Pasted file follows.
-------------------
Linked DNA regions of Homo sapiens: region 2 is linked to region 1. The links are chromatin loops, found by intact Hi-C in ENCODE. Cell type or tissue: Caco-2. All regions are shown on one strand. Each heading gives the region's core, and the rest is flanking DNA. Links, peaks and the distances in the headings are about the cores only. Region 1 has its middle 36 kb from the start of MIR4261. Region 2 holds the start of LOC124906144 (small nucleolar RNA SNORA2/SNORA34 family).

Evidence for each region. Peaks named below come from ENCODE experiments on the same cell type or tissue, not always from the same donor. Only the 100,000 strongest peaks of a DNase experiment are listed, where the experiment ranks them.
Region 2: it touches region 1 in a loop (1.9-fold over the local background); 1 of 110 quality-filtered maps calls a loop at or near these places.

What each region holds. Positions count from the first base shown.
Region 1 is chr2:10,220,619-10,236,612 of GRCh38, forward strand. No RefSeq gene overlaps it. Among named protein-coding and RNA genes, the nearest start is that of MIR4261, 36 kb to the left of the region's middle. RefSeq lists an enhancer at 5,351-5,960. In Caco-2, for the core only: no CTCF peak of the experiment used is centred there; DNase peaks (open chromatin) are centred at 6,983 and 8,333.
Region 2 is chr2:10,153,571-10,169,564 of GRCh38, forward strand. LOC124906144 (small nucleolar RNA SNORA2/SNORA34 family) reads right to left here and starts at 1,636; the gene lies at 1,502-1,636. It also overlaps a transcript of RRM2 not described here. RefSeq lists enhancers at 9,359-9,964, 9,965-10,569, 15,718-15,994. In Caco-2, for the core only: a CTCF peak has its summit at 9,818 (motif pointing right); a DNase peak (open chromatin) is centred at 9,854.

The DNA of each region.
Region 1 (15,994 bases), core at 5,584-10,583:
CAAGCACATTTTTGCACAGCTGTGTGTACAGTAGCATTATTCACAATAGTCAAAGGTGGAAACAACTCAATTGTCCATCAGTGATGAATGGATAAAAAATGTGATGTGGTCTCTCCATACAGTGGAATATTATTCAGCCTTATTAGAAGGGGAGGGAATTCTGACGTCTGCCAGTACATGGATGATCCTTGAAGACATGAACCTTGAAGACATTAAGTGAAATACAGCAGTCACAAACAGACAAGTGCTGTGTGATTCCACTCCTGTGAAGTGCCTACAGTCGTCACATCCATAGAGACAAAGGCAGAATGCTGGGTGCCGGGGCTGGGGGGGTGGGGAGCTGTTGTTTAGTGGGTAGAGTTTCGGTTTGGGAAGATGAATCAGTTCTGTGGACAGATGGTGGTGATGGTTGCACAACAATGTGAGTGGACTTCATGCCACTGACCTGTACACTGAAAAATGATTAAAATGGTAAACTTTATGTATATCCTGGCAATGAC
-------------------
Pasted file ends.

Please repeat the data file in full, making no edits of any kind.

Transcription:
Linked DNA regions of Homo sapiens: region 2 is linked to region 1. The links are chromatin loops, found by intact Hi-C in ENCODE. Cell type or tissue: Caco-2. All regions are shown on one strand. Each heading gives the region's core, and the rest is flanking DNA. Links, peaks and the distances in the headings are about the cores only. Region 1 has its middle 36 kb from the start of MIR4261. Region 2 holds the start of LOC124906144 (small nucleolar RNA SNORA2/SNORA34 family).

Evidence for each region. Peaks named below come from ENCODE experiments on the same cell type or tissue, not always from the same donor. Only the 100,000 strongest peaks of a DNase experiment are listed, where the experiment ranks them.
Region 2: it touches region 1 in a loop (1.9-fold over the local background); 1 of 110 quality-filtered maps calls a loop at or near these places.

What each region holds. Positions count from the first base shown.
Region 1 is chr2:10,220,619-10,236,612 of GRCh38, forward strand. No RefSeq gene overlaps it. Among named protein-coding and RNA genes, the nearest start is that of MIR4261, 36 kb to the left of the region's middle. RefSeq lists an enhancer at 5,351-5,960. In Caco-2, for the core only: no CTCF peak of the experiment used is centred there; DNase peaks (open chromatin) are centred at 6,983 and 8,333.
Region 2 is chr2:10,153,571-10,169,564 of GRCh38, forward strand. LOC124906144 (small nucleolar RNA SNORA2/SNORA34 family) reads right to left here and starts at 1,636; the gene lies at 1,502-1,636. It also overlaps a transcript of RRM2 not described here. RefSeq lists enhancers at 9,359-9,964, 9,965-10,569, 15,718-15,994. In Caco-2, for the core only: a CTCF peak has its summit at 9,818 (motif pointing right); a DNase peak (open chromatin) is centred at 9,854.

The DNA of each region.
Region 1 (15,994 bases), core at 5,584-10,583:
CAAGCACATTTTTGCACAGCTGTGTGTACAGTAGCATTATTCACAATAGTCAAAGGTGGAAACAACTCAATTGTCCATCAGTGATGAATGGATAAAAAATGTGATGTGGTCTCTCCATACAGTGGAATATTATTCAGCCTTATTAGAAGGGGAGGGAATTCTGACGTCTGCCAGTACATGGATGATCCTTGAAGACATGAACCTTGAAGACATTAAGTGAAATACAGCAGTCACAAACAGACAAGTGCTGTGTGATTCCACTCCTGTGAAGTGCCTACAGTCGTCACATCCATAGAGACAAAGGCAGAATGCTGGGTGCCGGGGCTGGGGGGGTGGGGAGCTGTTGTTTAGTGGGTAGAGTTTCGGTTTGGGAAGATGAATCAGTTCTGTGGACAGATGGTGGTGATGGTTGCACAACAATGTGAGTGGACTTCATGCCACTGACCTGTACACTGAAAAATGATTAAAATGGTAAACTTTATGTATATCCTGGCAATGAC